The purpose of software testing is to determine the risks to which the software product is exposed after it has been placed on the market.

While there are many ways to predict the performance of a solution, none is as effective and promising as predictive analysis.

In this article, you will learn how to use innovative technologies for software testing and how predictive analysis can help QA professionals optimize the effectiveness of job and performance evaluation.

What is predictive analysis?

By definition, predictive analysis is a subset of data science that uses old data sources to predict unknown events. The forecasting process is based on many technologies – intelligent data analysis, machine learning, statistical modeling, artificial intelligence and many others.

Forecast analysis process

Foresight analysis helps companies make data-driven decisions, actively manage products and processes, and develop effective strategies for the future.

How predictive analysis is used inSoftware testing

The success of software testing depends on the ability of the quality control and software development team to predict product usage behavior and ensure easy access to application visitors.

Unfortunately, due to a lack of awareness of the importance of user behavior or data for decision making, test teams tend to focus on meeting business and functional requirements rather than ensuring that the tool meets end user expectations.

As a result, quality professionals can overlook errors or inconveniences and free up a cumbersome and inefficient application.

By introducing predictive analysis into software testing, technicians have a clear understanding of how the user will react to the solution, what frustrations they may experience and how they will react to interface, performance or function failures.

Forecasting analysis has many applications, for example in the field of software testing:

  • As a tool to understand or predict user behaviour
  • Optimisation of resource management
  • Streamlining testing activities
  • Prediction of possible error locations

Data types used for predictive analysis models

QA Analytics - Data Scroll Wheel

Technical teams can use predictive analysis to build the data wheel, a set of data types that provide a clear understanding of how well the product meets functional criteria, business objectives and customer expectations.

These are the types of data that quality control teams rely on when introducing predictive analysis into software testing:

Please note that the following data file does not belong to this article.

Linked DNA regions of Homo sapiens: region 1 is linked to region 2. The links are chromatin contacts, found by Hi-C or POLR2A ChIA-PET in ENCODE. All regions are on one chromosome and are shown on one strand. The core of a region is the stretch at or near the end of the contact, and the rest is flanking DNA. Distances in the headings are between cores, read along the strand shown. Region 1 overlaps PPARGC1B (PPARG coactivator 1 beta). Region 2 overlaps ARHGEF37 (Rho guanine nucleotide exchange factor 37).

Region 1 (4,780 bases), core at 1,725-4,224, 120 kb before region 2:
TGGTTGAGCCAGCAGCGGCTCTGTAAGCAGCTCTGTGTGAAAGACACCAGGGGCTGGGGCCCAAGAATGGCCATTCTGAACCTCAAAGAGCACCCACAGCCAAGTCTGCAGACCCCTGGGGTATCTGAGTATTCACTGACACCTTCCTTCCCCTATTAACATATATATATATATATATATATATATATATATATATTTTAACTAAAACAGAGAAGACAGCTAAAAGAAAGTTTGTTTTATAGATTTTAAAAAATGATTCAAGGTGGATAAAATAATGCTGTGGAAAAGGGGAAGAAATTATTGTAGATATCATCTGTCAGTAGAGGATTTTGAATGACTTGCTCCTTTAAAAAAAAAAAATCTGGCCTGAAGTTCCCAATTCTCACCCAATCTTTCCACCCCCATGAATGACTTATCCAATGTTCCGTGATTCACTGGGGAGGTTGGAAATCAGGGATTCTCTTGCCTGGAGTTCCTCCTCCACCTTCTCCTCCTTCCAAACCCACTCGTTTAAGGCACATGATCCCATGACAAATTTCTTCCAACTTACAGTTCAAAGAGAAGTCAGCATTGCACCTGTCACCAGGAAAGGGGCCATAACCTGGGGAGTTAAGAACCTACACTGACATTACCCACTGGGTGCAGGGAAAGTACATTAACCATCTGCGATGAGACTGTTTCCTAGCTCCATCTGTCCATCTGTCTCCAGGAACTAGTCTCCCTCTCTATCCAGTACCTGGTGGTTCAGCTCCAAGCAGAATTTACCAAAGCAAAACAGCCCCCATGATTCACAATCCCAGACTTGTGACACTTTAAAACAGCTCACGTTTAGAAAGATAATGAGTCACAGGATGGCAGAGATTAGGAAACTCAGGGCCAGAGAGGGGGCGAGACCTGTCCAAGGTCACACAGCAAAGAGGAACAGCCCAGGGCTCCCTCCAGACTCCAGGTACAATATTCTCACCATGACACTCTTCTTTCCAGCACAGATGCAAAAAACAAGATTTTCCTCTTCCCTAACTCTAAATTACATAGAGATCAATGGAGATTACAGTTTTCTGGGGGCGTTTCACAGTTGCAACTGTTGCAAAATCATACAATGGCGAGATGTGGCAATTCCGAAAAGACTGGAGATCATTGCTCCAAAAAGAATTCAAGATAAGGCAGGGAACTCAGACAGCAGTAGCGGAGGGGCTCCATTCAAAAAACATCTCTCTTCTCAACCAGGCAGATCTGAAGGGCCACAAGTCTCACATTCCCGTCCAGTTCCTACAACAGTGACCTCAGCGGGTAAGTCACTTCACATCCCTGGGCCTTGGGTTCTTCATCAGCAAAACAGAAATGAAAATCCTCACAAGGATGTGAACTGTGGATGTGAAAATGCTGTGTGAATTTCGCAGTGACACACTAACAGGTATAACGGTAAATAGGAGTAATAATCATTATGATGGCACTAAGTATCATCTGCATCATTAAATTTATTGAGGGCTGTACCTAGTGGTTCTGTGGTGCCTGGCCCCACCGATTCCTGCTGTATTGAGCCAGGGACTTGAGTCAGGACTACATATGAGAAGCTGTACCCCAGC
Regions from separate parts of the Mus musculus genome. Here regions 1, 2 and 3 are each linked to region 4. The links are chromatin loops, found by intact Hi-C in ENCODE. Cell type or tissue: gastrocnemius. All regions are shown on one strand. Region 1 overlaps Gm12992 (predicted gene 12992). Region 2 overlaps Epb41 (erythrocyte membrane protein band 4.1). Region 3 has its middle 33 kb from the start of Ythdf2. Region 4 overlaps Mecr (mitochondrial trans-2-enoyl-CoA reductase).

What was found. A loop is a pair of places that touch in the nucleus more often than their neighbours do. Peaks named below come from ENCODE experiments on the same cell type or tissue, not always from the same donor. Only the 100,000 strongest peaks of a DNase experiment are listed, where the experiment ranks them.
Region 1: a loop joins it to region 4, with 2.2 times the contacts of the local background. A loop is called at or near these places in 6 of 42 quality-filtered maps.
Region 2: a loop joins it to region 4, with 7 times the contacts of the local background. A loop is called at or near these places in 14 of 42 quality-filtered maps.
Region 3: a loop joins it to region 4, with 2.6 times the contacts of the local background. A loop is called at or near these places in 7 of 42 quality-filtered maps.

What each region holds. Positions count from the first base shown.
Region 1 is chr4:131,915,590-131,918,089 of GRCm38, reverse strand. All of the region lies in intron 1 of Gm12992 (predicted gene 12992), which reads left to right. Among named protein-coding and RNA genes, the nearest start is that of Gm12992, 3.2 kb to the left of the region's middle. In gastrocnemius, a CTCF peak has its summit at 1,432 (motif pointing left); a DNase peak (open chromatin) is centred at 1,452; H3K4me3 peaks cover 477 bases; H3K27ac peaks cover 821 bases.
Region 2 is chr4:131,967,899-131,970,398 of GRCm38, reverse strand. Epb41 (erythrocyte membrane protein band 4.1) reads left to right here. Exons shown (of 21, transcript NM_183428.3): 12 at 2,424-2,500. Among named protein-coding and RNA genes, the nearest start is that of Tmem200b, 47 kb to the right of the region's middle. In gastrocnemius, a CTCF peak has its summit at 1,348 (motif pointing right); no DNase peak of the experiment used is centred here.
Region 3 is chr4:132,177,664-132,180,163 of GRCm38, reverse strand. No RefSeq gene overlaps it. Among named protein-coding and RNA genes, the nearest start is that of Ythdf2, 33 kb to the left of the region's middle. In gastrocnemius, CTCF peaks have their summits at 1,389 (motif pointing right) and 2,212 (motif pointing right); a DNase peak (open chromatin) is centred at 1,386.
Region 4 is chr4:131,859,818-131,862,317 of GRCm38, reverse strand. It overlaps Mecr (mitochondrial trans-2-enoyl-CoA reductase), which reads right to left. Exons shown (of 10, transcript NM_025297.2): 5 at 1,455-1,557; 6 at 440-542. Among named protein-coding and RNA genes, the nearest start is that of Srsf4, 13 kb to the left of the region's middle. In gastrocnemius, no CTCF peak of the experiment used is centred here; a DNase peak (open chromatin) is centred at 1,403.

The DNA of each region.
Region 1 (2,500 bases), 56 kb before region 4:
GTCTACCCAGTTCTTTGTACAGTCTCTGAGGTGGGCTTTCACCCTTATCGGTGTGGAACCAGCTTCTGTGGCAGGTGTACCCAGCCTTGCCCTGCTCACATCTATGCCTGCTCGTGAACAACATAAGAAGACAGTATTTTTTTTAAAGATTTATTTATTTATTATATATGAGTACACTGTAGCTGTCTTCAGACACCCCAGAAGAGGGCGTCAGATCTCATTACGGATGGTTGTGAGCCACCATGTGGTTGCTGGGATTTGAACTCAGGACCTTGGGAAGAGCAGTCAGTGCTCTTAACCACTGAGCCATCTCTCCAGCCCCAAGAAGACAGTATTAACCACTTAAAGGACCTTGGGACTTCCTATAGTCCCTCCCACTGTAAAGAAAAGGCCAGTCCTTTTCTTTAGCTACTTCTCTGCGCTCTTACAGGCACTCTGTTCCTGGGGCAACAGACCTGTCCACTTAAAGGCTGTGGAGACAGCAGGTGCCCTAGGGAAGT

• Defect data – measurements such as defect density, defect distribution, etc.
  • Test data – information for the analysis of test cases – test coverage, speed of testing, coverage of requirements, pass and fail rates, etc.
  • Development data – help determine the full coverage of the chosen testing strategy.
  • Application data – all knowledge related to the production environment.
  • Operational data – accident data, application monitoring statistics, etc.
  • Customer usage data – information on application behaviour, customer feedback and satisfaction, travel statistics of users.
  • Trade indicators help determine the extent to which a product meets trade objectives.
  • The data about the requirements are information about the relevance of the requirements and help to keep track of the changes.

Benefits of implementing predictive analysis inQC

As the number of platforms and systems that technology teams need to consider when releasing a product increases, a full assessment of software functionality and performance becomes more expensive and time consuming.

To achieve maximum test speed and meet user expectations, QA teams are starting to integrate innovative technologies into the planning, design and execution of test tasks.

In particular, predictive analysis has a wide range of applications in the field of software testing and consulting services, as well as a number of undeniable advantages:

1. Helps in making informed decisions

Forecast analysis enables business owners to collect data about potential software users and convert this data into forecasts of expectations, application behavior and potential disappointments.

Using predictive analysis tools and methods, quality assurance experts can develop test cases that correspond to actual user behavior and create a realistic production environment.

By approving the implementation of the final product, project participants can therefore be sure that no path or user path remains untried.

2. Better test efficiency

Forecasting analysis can help test teams estimate the time needed to implement different strategies.